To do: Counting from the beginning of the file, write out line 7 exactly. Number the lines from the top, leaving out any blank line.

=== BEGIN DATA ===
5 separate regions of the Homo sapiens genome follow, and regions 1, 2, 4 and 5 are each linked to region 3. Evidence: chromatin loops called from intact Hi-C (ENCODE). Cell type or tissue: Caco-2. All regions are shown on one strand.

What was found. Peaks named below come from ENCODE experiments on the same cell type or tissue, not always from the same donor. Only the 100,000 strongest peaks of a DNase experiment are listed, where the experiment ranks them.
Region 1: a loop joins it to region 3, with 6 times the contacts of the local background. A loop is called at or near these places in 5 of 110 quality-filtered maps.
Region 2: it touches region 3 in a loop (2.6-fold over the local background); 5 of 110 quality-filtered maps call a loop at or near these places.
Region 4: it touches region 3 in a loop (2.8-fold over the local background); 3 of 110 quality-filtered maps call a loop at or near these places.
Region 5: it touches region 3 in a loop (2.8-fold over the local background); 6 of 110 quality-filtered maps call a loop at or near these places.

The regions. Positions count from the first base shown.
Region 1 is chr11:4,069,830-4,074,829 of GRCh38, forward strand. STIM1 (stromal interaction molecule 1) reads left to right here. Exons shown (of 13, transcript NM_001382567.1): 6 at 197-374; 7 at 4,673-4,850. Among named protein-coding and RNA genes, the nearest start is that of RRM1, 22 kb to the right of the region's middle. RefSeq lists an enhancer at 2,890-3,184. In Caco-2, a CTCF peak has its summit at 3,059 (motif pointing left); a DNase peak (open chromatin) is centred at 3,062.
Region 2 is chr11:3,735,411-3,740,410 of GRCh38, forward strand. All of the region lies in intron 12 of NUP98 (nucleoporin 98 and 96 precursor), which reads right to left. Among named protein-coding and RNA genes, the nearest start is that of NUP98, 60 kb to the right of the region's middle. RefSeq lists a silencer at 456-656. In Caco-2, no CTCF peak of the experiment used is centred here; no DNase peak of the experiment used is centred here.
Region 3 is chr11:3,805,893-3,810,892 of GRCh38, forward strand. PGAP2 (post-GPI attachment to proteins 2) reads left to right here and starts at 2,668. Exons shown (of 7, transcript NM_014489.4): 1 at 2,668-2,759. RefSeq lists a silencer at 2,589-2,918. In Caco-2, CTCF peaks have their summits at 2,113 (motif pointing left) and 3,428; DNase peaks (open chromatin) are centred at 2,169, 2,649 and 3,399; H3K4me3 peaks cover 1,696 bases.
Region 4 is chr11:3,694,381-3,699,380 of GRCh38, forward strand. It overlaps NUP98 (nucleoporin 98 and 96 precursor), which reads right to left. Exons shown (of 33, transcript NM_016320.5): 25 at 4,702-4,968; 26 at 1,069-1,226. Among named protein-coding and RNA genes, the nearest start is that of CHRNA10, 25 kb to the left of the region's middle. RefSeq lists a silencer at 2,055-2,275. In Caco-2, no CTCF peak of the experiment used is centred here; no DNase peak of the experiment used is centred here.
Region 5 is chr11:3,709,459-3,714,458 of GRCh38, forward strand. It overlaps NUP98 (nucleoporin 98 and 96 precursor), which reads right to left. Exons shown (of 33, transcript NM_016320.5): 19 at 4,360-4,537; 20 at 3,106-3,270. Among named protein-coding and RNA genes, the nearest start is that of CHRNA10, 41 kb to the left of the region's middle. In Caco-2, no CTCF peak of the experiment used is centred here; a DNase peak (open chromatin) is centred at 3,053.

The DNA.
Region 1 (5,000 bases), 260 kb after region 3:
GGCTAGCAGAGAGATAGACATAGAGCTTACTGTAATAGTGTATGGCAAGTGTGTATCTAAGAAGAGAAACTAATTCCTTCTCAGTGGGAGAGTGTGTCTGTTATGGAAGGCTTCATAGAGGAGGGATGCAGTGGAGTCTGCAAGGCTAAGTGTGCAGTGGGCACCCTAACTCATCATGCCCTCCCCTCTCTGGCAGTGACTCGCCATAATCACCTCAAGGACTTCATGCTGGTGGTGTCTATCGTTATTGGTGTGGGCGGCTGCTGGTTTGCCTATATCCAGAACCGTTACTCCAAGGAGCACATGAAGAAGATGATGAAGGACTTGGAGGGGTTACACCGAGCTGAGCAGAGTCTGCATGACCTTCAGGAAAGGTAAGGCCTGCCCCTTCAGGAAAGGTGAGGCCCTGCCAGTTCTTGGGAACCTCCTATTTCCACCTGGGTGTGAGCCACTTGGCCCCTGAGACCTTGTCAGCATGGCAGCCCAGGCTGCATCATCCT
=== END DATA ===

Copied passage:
The regions. Positions count from the first base shown.